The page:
She is not the only one to be surprised. I have discovered – much to my own surprise – just how much I enjoy reading stories to him. It is actually good fun. Well I try to make them fun. Let’s face it; some of the stories are not exactly exciting are they? Even the ones I make up myself are often awful. I doubt I will be reading stories on Jackanory an time soon. Is that still on TV? He seems to like them though and that’s what matters.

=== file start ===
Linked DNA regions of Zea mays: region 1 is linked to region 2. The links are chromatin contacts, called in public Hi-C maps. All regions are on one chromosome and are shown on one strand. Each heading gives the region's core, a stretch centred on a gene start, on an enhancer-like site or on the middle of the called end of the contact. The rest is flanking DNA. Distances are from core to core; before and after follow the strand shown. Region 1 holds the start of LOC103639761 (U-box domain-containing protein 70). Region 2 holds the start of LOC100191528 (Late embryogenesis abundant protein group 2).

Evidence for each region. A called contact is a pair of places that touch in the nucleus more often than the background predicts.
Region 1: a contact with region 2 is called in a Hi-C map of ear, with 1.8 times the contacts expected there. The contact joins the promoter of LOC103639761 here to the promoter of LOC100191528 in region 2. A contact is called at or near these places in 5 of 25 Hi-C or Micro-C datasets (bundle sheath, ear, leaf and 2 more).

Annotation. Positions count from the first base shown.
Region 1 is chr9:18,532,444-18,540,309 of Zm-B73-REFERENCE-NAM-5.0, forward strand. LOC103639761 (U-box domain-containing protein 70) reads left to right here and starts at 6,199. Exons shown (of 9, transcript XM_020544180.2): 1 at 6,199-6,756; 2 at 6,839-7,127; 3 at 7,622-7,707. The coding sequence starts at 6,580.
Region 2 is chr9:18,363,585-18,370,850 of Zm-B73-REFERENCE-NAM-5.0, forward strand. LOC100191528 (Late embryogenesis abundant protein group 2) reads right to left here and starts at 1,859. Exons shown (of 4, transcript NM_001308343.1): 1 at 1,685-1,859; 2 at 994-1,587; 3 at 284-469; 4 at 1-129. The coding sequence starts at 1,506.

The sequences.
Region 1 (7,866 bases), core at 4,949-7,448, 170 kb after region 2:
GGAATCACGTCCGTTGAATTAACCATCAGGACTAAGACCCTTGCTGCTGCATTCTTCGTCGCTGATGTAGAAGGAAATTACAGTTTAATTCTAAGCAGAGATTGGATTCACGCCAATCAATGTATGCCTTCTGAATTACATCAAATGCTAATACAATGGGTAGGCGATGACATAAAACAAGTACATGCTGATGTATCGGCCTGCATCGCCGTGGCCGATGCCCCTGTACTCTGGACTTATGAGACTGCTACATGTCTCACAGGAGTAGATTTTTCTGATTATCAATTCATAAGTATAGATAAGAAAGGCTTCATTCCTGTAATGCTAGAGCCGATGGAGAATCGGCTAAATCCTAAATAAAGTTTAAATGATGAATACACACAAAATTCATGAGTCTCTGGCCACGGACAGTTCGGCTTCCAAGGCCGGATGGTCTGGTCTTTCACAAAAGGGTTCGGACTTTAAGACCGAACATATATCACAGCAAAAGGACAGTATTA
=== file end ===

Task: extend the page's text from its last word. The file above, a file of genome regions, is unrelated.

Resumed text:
Back to the strike…

Which brings me ack to the taxi strike. We went to the airport to pick up his mum after her business trip to Australia. He asked why there were no taxis so told him the taxi drivers were on strike. Naturally he asked what ‘on strike’ meant. That was a difficult one to explain but after a few minutes of questions and answers he got it. Or maybe he gave up.

And he was so excited to see his mum…